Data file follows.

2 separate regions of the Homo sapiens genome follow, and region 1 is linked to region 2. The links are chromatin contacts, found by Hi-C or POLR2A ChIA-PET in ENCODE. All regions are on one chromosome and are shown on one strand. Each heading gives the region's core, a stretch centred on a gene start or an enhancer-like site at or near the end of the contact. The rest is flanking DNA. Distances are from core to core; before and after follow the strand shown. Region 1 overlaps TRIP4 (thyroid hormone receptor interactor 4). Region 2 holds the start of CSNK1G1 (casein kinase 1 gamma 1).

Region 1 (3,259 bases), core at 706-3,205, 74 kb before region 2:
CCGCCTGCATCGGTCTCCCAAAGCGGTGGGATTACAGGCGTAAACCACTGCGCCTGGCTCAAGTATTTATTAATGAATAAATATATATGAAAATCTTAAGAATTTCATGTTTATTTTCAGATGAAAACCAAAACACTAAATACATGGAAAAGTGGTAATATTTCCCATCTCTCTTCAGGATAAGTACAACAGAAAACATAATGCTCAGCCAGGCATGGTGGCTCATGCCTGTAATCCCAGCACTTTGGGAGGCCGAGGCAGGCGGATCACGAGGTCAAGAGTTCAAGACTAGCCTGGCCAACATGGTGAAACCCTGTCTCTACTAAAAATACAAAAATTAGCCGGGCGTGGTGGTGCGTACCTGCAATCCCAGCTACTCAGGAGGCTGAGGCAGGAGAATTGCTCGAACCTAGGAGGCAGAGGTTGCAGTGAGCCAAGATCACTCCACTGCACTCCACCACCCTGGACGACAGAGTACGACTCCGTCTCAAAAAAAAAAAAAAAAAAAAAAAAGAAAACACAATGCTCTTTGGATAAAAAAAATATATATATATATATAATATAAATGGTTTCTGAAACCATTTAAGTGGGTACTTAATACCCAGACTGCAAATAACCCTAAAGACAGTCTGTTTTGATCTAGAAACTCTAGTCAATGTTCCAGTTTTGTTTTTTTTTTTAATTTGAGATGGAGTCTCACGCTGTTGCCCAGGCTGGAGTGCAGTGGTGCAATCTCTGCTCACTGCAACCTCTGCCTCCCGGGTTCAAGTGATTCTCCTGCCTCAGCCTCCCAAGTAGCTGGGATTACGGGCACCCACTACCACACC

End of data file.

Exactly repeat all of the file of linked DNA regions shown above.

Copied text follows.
2 separate regions of the Homo sapiens genome follow, and region 1 is linked to region 2. The links are chromatin contacts, found by Hi-C or POLR2A ChIA-PET in ENCODE. All regions are on one chromosome and are shown on one strand. Each heading gives the region's core, a stretch centred on a gene start or an enhancer-like site at or near the end of the contact. The rest is flanking DNA. Distances are from core to core; before and after follow the strand shown. Region 1 overlaps TRIP4 (thyroid hormone receptor interactor 4). Region 2 holds the start of CSNK1G1 (casein kinase 1 gamma 1).

Region 1 (3,259 bases), core at 706-3,205, 74 kb before region 2:
CCGCCTGCATCGGTCTCCCAAAGCGGTGGGATTACAGGCGTAAACCACTGCGCCTGGCTCAAGTATTTATTAATGAATAAATATATATGAAAATCTTAAGAATTTCATGTTTATTTTCAGATGAAAACCAAAACACTAAATACATGGAAAAGTGGTAATATTTCCCATCTCTCTTCAGGATAAGTACAACAGAAAACATAATGCTCAGCCAGGCATGGTGGCTCATGCCTGTAATCCCAGCACTTTGGGAGGCCGAGGCAGGCGGATCACGAGGTCAAGAGTTCAAGACTAGCCTGGCCAACATGGTGAAACCCTGTCTCTACTAAAAATACAAAAATTAGCCGGGCGTGGTGGTGCGTACCTGCAATCCCAGCTACTCAGGAGGCTGAGGCAGGAGAATTGCTCGAACCTAGGAGGCAGAGGTTGCAGTGAGCCAAGATCACTCCACTGCACTCCACCACCCTGGACGACAGAGTACGACTCCGTCTCAAAAAAAAAAAAAAAAAAAAAAAAGAAAACACAATGCTCTTTGGATAAAAAAAATATATATATATATATAATATAAATGGTTTCTGAAACCATTTAAGTGGGTACTTAATACCCAGACTGCAAATAACCCTAAAGACAGTCTGTTTTGATCTAGAAACTCTAGTCAATGTTCCAGTTTTGTTTTTTTTTTTAATTTGAGATGGAGTCTCACGCTGTTGCCCAGGCTGGAGTGCAGTGGTGCAATCTCTGCTCACTGCAACCTCTGCCTCCCGGGTTCAAGTGATTCTCCTGCCTCAGCCTCCCAAGTAGCTGGGATTACGGGCACCCACTACCACACC